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Dancing for Student Well-Being

dance therapy

When you walk into most classrooms, you see children sitting at desks. While these may be in rows or grouped together, the kids are always sitting for long periods of time. This typically begins in elementary school and continues into high school and beyond. Child development specialists know that play, movement, laughter, and fun are needed for social and emotional well-being. The problem is that there is little time in the school day for kids to do this. Much of the focus is on the academic day, and this can be detrimental to many children.

Some schools are incorporating mindful moment breaks in the day. While this is a great start, it still does not grant children who need to wiggle and move the ability to do this. That’s where dance therapy may be beneficial for all students. Dance therapy is currently used for cancer patients. It helps these kids to be better able to cope with their pain, frustrations, and stresses that come with the realities of cancer. Many times, physical therapy sessions have included dance to work on range of motion and gross motor skills.

Now we know that dance therapy may be beneficial for a larger population. Dance and movement therapy began in the 1940s to help with a person’s emotion, cognitive, physical, and social well-being. The fact that the mind, body, and spirit work together to help a person is crucial. When children are allowed to move and dance in the middle of a stressful day, it gives them a temporary distraction. During this time, they are able to laugh, play, and get much-needed energy out after sitting in class.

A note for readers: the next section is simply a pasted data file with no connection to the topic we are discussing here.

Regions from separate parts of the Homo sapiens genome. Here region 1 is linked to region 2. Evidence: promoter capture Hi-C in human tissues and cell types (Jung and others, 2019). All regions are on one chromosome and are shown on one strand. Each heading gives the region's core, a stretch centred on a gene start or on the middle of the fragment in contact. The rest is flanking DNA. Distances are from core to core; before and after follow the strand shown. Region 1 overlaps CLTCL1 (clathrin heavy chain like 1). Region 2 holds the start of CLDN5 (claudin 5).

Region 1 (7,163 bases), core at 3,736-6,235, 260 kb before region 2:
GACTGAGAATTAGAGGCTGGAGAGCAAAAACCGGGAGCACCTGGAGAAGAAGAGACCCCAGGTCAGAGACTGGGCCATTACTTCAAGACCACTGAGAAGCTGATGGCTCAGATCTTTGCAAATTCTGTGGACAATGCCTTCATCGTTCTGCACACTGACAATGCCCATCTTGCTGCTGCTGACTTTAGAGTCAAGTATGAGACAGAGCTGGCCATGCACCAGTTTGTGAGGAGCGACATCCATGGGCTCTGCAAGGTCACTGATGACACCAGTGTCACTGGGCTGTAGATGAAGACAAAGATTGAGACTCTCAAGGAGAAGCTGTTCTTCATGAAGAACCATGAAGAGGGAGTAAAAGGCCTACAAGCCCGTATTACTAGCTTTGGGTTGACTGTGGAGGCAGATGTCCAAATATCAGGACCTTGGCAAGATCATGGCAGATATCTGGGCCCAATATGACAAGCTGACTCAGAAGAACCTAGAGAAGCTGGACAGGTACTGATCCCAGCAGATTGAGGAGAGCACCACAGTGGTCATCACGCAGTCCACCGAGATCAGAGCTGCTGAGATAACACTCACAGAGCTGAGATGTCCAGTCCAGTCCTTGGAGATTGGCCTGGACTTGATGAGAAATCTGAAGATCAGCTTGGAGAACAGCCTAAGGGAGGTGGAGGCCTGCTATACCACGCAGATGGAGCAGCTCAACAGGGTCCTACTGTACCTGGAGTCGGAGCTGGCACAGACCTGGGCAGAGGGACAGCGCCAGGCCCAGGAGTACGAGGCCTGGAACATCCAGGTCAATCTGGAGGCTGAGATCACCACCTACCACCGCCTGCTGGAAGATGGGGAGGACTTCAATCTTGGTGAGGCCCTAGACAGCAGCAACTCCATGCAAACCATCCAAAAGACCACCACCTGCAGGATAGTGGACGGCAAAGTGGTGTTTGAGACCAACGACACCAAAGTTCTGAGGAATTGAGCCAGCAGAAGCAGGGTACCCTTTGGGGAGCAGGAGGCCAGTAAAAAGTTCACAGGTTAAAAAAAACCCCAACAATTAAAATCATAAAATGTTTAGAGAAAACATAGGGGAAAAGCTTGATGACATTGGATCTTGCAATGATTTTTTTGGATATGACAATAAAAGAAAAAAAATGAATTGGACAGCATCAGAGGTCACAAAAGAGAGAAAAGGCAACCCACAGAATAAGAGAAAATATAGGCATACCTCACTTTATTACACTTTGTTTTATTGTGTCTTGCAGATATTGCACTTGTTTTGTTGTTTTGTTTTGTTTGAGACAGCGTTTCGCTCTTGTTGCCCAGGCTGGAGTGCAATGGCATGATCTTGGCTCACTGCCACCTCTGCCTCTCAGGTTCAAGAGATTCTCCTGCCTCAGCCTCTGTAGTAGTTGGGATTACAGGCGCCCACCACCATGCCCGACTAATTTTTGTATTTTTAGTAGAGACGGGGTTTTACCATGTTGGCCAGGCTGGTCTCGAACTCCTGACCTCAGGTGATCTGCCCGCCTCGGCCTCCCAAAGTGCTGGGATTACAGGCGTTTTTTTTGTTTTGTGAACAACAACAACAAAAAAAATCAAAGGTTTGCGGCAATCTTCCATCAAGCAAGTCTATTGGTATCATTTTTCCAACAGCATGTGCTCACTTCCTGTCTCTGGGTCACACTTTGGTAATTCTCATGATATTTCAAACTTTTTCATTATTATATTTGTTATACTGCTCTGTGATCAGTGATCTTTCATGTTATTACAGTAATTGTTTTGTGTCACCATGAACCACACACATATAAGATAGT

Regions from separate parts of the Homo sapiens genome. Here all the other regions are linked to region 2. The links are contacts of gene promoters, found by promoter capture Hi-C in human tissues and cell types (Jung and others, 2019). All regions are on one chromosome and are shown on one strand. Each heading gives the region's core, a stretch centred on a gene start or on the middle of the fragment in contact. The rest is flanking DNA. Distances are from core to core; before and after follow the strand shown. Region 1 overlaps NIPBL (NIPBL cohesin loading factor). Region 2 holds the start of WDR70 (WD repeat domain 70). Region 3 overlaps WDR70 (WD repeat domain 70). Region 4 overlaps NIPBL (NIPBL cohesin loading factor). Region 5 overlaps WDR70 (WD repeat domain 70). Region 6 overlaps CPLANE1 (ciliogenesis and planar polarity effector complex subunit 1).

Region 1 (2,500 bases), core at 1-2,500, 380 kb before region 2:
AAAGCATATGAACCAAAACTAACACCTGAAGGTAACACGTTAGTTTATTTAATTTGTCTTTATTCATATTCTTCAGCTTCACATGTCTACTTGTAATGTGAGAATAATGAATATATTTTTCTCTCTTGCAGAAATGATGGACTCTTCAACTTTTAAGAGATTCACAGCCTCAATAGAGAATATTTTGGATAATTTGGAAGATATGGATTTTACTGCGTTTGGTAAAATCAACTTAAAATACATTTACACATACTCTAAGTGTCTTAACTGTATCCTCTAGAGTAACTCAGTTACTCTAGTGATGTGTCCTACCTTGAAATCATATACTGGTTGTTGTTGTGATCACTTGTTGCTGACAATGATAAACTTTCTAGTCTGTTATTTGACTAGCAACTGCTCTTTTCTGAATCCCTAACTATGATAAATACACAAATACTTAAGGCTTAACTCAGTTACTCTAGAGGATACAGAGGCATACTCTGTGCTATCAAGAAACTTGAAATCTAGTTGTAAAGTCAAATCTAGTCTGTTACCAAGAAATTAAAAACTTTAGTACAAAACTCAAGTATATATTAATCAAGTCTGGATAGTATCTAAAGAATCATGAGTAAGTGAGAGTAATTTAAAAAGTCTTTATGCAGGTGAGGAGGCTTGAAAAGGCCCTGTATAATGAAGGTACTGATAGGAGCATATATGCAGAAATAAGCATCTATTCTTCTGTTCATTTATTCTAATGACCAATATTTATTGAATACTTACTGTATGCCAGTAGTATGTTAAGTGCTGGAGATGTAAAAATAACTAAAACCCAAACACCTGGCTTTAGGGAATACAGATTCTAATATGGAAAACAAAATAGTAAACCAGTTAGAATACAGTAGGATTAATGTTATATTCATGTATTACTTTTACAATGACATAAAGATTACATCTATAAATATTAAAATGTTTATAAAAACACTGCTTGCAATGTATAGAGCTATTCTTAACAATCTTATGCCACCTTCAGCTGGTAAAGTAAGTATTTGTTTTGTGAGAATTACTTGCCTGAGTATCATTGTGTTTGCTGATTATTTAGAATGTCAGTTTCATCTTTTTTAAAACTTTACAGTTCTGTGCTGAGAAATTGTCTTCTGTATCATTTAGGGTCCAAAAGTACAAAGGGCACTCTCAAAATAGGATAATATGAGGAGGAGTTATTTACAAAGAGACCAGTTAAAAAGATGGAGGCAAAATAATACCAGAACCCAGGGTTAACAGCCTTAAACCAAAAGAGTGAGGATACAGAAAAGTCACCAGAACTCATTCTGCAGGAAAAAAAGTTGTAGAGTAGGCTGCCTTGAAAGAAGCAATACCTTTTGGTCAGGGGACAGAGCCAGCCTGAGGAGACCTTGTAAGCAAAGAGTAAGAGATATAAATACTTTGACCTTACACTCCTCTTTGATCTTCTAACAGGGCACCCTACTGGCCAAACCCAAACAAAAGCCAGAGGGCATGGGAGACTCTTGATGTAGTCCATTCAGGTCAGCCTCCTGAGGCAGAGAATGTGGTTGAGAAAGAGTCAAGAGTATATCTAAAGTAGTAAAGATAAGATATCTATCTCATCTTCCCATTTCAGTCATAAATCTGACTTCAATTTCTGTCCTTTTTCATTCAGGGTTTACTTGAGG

Dance therapy can vary based on the group, age, and number of children who are working together. Since this is not being used as physical therapy, the key is to relax kids participating and allow them to sense calm and fun during the time. The movement often allows children to let their anger, frustrations, and stress flow out of the body and gain more confidence over time. The point in trying this in larger groups would be to help with the daily lack of movement while helping with another emotional therapy approach.

Schools that are interested in implementing this type of program should investigate local dance therapy resources. With the help of therapists at school, classroom teachers could be shown what to do on a daily basis. School therapists could then make scheduled stops into classrooms to open up communication with students and continue check on their emotional well-being.


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